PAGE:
Since the filmmaker Radley Metzger passed away earlier this year, we’ve received a lot of email asking if we have a podcast interview with him.
In the last few years, we recorded several commentaries with Radley in which he spoke about his ‘Henry Paris‘ films in some detail – so instead of going over the same ground, we wanted to do something different.
We decided that, rather than listen to Radley in recent years, when his film career was behind him and he’d had chance to reflect on it, we wanted to go back and hear from him when he was in the middle of making movies, back when the culture and times were so different.
The year we’ve chosen to re-visit is 1971.
This podcast is 53 minutes long.
Radley Metzger on ‘The Merv Griffin Show’
By 1971, Radley Metzger had already directed and distributed a number of highly successful films, such as Camille 2000 (1969), Carmen Baby (1967), and Therese and Isabelle (1968). But despite this track record, he still wasn’t getting the recognition he deserved as a filmmaker.
His latest film, The Lickerish Quartet (1970), had come out, so he set out to raise his profile, appearing on a number of notable television and radio shows.
One that interested us from the time was a guest appearance on ‘The Merv Griffin Show’ which was one of the most popular late night talk shows of the time. Radley appeared on the show in January 1971 with the actress Eva Gabor. We wanted to include that interview here, but sadly after extensive investigation, the episode appeared to be lost. This is not unusual: It was common practice in the television industry that, after an initial broadcast, the network would erase the tapes so that they could be reused for new programming. It was done as a cost-saving measure as tape was pretty expensive.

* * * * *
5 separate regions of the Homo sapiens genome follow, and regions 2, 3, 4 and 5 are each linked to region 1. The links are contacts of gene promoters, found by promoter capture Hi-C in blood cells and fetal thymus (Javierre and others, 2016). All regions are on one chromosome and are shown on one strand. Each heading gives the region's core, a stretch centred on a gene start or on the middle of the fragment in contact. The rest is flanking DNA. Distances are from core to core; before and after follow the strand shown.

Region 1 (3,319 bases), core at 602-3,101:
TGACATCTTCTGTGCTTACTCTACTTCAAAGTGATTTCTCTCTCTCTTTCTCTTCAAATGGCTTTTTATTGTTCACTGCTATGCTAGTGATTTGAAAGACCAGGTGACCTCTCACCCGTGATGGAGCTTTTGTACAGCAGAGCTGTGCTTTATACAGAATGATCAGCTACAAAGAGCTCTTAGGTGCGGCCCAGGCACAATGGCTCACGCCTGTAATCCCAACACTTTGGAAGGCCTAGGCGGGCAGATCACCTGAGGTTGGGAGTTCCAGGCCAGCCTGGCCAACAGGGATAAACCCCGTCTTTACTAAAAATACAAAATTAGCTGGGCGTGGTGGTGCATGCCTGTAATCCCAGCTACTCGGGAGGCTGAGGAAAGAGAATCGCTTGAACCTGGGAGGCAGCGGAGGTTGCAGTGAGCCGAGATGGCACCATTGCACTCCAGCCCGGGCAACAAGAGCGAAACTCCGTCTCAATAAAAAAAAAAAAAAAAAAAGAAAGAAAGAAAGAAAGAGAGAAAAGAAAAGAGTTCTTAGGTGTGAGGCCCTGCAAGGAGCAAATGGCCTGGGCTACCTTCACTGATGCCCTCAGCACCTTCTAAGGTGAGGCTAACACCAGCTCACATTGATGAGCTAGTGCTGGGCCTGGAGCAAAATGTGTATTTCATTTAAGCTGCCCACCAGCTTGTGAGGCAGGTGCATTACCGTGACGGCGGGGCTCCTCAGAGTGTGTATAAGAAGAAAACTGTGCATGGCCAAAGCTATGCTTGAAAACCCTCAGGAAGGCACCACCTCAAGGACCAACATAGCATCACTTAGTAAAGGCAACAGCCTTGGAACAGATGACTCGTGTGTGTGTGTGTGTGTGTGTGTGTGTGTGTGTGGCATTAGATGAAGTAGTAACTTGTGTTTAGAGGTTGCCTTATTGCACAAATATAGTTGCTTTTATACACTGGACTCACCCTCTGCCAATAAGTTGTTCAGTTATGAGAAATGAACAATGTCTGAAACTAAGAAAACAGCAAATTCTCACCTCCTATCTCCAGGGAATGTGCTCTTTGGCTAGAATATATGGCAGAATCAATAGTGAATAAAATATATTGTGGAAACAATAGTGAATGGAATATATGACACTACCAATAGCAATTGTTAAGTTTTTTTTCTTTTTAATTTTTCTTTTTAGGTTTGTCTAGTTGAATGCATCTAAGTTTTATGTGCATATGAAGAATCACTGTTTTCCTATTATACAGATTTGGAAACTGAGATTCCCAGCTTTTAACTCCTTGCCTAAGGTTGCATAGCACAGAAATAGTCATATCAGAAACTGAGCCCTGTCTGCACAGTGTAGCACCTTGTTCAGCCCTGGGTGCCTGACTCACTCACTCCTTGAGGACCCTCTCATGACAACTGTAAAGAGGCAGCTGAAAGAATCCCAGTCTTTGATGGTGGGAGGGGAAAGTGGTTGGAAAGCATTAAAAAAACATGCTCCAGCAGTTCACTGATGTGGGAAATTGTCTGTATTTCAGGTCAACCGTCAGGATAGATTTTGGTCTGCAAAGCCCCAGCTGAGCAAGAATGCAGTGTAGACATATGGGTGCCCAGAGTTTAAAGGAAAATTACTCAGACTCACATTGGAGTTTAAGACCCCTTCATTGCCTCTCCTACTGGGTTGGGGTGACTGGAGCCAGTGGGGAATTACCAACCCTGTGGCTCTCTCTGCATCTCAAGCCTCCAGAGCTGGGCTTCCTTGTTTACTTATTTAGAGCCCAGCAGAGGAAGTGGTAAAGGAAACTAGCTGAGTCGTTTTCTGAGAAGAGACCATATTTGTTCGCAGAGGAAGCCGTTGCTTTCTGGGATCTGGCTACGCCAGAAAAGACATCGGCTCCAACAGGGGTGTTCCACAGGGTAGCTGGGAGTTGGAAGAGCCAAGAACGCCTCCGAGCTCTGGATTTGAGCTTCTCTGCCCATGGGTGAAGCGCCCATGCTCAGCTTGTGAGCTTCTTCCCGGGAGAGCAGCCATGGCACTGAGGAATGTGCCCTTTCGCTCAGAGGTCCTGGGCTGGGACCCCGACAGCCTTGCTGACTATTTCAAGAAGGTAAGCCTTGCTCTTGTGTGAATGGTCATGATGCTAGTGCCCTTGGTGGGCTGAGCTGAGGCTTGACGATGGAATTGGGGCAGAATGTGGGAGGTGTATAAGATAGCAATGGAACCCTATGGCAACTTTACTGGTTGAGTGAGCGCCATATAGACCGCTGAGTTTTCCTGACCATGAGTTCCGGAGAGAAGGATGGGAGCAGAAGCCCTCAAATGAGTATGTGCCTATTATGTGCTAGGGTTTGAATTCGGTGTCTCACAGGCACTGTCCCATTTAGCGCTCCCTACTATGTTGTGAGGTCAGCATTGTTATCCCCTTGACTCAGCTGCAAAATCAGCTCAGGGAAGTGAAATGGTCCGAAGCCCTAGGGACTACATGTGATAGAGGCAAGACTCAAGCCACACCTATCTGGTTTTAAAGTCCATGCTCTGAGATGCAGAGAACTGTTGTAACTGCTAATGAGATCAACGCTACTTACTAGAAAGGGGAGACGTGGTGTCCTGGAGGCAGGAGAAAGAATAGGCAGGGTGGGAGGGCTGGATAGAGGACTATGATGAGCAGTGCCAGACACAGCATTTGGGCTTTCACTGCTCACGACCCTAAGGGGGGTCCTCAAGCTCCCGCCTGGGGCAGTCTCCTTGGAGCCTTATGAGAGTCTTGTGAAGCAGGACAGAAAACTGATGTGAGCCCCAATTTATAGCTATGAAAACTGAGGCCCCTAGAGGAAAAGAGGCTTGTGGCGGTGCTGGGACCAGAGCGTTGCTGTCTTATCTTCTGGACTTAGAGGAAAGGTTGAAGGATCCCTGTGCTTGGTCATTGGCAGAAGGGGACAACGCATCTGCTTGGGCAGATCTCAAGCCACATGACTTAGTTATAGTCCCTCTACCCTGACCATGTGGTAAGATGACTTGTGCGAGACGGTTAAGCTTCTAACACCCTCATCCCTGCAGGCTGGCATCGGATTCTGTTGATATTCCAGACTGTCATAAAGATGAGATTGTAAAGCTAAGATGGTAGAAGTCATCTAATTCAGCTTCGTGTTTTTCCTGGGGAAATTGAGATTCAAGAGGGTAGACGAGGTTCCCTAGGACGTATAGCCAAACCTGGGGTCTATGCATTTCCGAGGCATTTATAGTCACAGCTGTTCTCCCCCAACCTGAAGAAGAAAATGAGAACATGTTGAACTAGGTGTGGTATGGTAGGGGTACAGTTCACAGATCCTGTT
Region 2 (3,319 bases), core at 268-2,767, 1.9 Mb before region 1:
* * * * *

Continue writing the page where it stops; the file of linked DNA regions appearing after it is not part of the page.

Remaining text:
We grew hopeful when we learned that several episodes of ‘The Merv Griffin Show’ were recently found in the private collection of Richard Nixon. But apparently, Nixon would only tape TV shows featuring anyone he regarded as an enemy. Which means that unless Tricky Dick thought that Radley Metzger or Eva Gabor were a danger to the country, he’s unlikely to have recorded this particular episode – so it appears to be lost forever. We were able to find still photographs from the episode, and they can be seen below.
While ‘The Merv Griffin Show’ was a dead end, we did find two fascinating and rare 1971 interviews that we’re sharing. The first is an appearance by Radley on ‘AM New York’ – a lighthearted local breakfast TV show on WABC-TV, which served as the genesis for what eventually became ‘Good Morning America’.
The second is a more serious, and antagonistic, interview for a program called ‘The Movies.’ The interviewer is Joseph Gelmis – a film critic for the Long Island newspaper, Newsday. Gelmis was a huge fan of Stanley Kubrik, and had written a book about him called ‘The Film Director as Superstar’ published the previous year.
However Gelmis was known not to have the same admiration for Radley’s work – in fact the rumors were that Gelmis felt that Radley’s films weren’t even serious enough to review, and that he was annoyed at having to give Radley any airtime at all. If this was true, well… it comes across in this sometimes combative interview.
In both interviews, Radley is at times attacked in different ways for the sexual content of his films, and it’s interesting to see how he defends himself. And this was still years before he became Henry Paris and started making hardcore films.
In the podcast, we’ve also interspersed some radio spots from films that Radley made or distributed. These weren’t part of the interviews but add more color from the time.
John Bartholomew Tucker, host of AM New York, interviewing Radley Metzger
Radley Metzger, Merv Griffin, Eva Gabor
David R. Reuben – a psychiatrist and self-professed sex expert, Radley Metzger, Merv Griffin